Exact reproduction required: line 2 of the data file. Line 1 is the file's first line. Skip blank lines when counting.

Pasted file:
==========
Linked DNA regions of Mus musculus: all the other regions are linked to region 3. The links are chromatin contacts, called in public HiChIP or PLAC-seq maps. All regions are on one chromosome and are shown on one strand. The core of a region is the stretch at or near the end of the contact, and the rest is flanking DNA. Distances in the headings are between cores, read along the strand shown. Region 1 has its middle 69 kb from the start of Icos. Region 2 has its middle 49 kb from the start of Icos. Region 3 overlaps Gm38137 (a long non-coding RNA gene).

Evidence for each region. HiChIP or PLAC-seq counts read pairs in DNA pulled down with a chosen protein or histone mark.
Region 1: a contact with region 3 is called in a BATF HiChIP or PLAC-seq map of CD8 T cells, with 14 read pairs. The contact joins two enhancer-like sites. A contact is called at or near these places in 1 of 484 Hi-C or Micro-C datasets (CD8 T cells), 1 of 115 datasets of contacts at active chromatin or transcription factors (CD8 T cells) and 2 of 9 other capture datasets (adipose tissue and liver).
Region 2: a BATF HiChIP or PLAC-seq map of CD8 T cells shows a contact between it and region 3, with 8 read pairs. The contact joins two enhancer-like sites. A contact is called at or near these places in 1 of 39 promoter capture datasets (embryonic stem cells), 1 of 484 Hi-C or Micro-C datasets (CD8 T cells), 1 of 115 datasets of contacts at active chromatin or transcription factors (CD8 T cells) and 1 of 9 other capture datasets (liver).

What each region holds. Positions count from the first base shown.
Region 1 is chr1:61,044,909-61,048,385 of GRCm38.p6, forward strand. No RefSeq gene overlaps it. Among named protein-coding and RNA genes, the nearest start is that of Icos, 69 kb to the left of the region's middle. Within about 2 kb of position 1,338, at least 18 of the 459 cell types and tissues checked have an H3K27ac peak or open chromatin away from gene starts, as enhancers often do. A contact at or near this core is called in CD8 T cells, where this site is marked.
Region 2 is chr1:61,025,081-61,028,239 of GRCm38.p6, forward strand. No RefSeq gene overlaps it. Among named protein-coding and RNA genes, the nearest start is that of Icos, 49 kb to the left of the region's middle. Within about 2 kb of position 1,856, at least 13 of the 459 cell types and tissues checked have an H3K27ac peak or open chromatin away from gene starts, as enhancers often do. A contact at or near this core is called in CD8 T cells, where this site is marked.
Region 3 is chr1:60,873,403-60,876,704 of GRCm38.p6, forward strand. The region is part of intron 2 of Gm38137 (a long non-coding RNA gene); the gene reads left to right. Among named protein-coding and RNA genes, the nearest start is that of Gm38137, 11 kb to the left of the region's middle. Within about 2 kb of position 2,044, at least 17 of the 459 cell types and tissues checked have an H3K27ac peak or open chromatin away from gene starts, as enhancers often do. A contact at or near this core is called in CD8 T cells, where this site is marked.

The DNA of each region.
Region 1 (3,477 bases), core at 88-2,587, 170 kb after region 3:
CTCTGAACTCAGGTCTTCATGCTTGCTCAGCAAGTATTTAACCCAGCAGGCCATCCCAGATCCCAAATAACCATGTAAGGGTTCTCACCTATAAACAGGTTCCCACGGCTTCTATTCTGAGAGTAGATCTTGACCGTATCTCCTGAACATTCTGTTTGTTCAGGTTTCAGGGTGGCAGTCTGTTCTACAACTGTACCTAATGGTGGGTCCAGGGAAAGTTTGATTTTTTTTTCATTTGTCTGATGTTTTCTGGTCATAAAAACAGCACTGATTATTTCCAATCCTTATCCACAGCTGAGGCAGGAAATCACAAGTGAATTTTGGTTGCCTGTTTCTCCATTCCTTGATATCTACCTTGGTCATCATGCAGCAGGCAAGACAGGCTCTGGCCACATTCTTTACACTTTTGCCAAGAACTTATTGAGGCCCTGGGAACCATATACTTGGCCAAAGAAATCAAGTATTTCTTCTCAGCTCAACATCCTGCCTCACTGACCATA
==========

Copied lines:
Evidence for each region. HiChIP or PLAC-seq counts read pairs in DNA pulled down with a chosen protein or histone mark.